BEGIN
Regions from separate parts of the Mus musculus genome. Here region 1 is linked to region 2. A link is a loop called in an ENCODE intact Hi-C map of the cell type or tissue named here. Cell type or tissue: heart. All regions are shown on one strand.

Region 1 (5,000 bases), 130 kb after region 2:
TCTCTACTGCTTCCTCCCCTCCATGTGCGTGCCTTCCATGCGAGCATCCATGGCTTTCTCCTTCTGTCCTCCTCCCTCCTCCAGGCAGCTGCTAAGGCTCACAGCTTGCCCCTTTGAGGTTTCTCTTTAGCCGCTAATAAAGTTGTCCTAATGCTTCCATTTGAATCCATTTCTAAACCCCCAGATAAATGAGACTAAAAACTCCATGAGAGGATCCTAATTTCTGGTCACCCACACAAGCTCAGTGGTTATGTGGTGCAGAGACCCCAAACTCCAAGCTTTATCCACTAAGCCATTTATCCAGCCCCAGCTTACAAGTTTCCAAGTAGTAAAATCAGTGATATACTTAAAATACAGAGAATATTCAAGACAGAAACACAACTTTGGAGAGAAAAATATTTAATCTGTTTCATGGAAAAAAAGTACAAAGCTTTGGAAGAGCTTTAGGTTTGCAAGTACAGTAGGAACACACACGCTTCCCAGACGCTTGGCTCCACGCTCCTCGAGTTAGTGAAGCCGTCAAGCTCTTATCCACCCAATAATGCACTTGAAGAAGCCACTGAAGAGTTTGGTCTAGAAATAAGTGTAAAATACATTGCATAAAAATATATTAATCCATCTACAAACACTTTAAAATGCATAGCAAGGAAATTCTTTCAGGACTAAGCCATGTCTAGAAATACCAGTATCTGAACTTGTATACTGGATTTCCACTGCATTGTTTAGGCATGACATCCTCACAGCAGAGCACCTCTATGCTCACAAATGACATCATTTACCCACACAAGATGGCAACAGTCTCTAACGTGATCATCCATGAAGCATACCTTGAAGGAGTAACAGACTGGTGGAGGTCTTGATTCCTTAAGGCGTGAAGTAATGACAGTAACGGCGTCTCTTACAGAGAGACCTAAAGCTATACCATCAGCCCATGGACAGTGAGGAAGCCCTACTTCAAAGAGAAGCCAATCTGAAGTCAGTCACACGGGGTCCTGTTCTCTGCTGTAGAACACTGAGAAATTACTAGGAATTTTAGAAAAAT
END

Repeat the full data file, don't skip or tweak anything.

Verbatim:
Regions from separate parts of the Mus musculus genome. Here region 1 is linked to region 2. A link is a loop called in an ENCODE intact Hi-C map of the cell type or tissue named here. Cell type or tissue: heart. All regions are shown on one strand.

Region 1 (5,000 bases), 130 kb after region 2:
TCTCTACTGCTTCCTCCCCTCCATGTGCGTGCCTTCCATGCGAGCATCCATGGCTTTCTCCTTCTGTCCTCCTCCCTCCTCCAGGCAGCTGCTAAGGCTCACAGCTTGCCCCTTTGAGGTTTCTCTTTAGCCGCTAATAAAGTTGTCCTAATGCTTCCATTTGAATCCATTTCTAAACCCCCAGATAAATGAGACTAAAAACTCCATGAGAGGATCCTAATTTCTGGTCACCCACACAAGCTCAGTGGTTATGTGGTGCAGAGACCCCAAACTCCAAGCTTTATCCACTAAGCCATTTATCCAGCCCCAGCTTACAAGTTTCCAAGTAGTAAAATCAGTGATATACTTAAAATACAGAGAATATTCAAGACAGAAACACAACTTTGGAGAGAAAAATATTTAATCTGTTTCATGGAAAAAAAGTACAAAGCTTTGGAAGAGCTTTAGGTTTGCAAGTACAGTAGGAACACACACGCTTCCCAGACGCTTGGCTCCACGCTCCTCGAGTTAGTGAAGCCGTCAAGCTCTTATCCACCCAATAATGCACTTGAAGAAGCCACTGAAGAGTTTGGTCTAGAAATAAGTGTAAAATACATTGCATAAAAATATATTAATCCATCTACAAACACTTTAAAATGCATAGCAAGGAAATTCTTTCAGGACTAAGCCATGTCTAGAAATACCAGTATCTGAACTTGTATACTGGATTTCCACTGCATTGTTTAGGCATGACATCCTCACAGCAGAGCACCTCTATGCTCACAAATGACATCATTTACCCACACAAGATGGCAACAGTCTCTAACGTGATCATCCATGAAGCATACCTTGAAGGAGTAACAGACTGGTGGAGGTCTTGATTCCTTAAGGCGTGAAGTAATGACAGTAACGGCGTCTCTTACAGAGAGACCTAAAGCTATACCATCAGCCCATGGACAGTGAGGAAGCCCTACTTCAAAGAGAAGCCAATCTGAAGTCAGTCACACGGGGTCCTGTTCTCTGCTGTAGAACACTGAGAAATTACTAGGAATTTTAGAAAAAT